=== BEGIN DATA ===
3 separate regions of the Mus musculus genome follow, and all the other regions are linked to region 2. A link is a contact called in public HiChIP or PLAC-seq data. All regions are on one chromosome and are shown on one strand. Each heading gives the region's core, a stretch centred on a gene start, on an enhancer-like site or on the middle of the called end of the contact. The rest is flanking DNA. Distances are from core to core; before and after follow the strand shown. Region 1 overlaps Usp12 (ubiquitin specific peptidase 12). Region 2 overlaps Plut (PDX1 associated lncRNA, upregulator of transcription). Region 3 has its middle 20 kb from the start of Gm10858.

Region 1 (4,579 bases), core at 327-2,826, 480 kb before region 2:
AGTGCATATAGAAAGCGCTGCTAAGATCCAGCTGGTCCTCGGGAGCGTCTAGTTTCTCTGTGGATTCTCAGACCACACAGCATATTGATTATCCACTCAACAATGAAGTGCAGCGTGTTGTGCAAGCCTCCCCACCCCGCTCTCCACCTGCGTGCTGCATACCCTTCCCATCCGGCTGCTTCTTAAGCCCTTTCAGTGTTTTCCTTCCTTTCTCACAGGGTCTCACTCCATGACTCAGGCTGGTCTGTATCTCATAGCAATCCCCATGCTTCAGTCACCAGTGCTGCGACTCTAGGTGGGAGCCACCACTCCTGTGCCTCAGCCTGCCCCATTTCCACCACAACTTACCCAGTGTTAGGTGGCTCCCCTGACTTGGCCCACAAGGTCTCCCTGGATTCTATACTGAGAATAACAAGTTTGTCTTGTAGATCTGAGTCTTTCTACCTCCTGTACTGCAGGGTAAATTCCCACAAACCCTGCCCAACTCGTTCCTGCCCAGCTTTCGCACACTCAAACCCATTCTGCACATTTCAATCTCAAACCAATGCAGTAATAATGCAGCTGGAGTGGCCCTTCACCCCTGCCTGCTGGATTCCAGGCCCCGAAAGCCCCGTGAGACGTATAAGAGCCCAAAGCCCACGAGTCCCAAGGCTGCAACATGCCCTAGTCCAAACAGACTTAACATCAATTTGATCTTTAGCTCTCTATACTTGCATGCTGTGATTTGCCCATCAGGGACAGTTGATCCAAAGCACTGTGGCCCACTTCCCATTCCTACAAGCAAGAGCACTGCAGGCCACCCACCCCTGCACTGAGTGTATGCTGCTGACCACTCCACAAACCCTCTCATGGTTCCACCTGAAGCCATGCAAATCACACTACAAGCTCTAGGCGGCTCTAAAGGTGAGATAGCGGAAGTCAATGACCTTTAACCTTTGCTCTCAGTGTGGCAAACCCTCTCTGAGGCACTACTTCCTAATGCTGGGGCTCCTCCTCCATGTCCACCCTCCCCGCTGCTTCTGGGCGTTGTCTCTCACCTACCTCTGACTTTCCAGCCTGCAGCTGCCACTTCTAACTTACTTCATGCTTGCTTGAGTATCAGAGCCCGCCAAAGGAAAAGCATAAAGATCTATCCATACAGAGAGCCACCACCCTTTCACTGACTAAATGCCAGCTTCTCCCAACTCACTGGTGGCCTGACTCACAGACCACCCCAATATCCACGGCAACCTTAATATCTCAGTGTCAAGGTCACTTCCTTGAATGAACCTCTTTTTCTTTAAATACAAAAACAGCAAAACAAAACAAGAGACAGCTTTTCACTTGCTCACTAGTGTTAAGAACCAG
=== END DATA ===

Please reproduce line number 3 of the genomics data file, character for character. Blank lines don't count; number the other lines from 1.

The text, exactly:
AGTGCATATAGAAAGCGCTGCTAAGATCCAGCTGGTCCTCGGGAGCGTCTAGTTTCTCTGTGGATTCTCAGACCACACAGCATATTGATTATCCACTCAACAATGAAGTGCAGCGTGTTGTGCAAGCCTCCCCACCCCGCTCTCCACCTGCGTGCTGCATACCCTTCCCATCCGGCTGCTTCTTAAGCCCTTTCAGTGTTTTCCTTCCTTTCTCACAGGGTCTCACTCCATGACTCAGGCTGGTCTGTATCTCATAGCAATCCCCATGCTTCAGTCACCAGTGCTGCGACTCTAGGTGGGAGCCACCACTCCTGTGCCTCAGCCTGCCCCATTTCCACCACAACTTACCCAGTGTTAGGTGGCTCCCCTGACTTGGCCCACAAGGTCTCCCTGGATTCTATACTGAGAATAACAAGTTTGTCTTGTAGATCTGAGTCTTTCTACCTCCTGTACTGCAGGGTAAATTCCCACAAACCCTGCCCAACTCGTTCCTGCCCAGCTTTCGCACACTCAAACCCATTCTGCACATTTCAATCTCAAACCAATGCAGTAATAATGCAGCTGGAGTGGCCCTTCACCCCTGCCTGCTGGATTCCAGGCCCCGAAAGCCCCGTGAGACGTATAAGAGCCCAAAGCCCACGAGTCCCAAGGCTGCAACATGCCCTAGTCCAAACAGACTTAACATCAATTTGATCTTTAGCTCTCTATACTTGCATGCTGTGATTTGCCCATCAGGGACAGTTGATCCAAAGCACTGTGGCCCACTTCCCATTCCTACAAGCAAGAGCACTGCAGGCCACCCACCCCTGCACTGAGTGTATGCTGCTGACCACTCCACAAACCCTCTCATGGTTCCACCTGAAGCCATGCAAATCACACTACAAGCTCTAGGCGGCTCTAAAGGTGAGATAGCGGAAGTCAATGACCTTTAACCTTTGCTCTCAGTGTGGCAAACCCTCTCTGAGGCACTACTTCCTAATGCTGGGGCTCCTCCTCCATGTCCACCCTCCCCGCTGCTTCTGGGCGTTGTCTCTCACCTACCTCTGACTTTCCAGCCTGCAGCTGCCACTTCTAACTTACTTCATGCTTGCTTGAGTATCAGAGCCCGCCAAAGGAAAAGCATAAAGATCTATCCATACAGAGAGCCACCACCCTTTCACTGACTAAATGCCAGCTTCTCCCAACTCACTGGTGGCCTGACTCACAGACCACCCCAATATCCACGGCAACCTTAATATCTCAGTGTCAAGGTCACTTCCTTGAATGAACCTCTTTTTCTTTAAATACAAAAACAGCAAAACAAAACAAGAGACAGCTTTTCACTTGCTCACTAGTGTTAAGAACCAG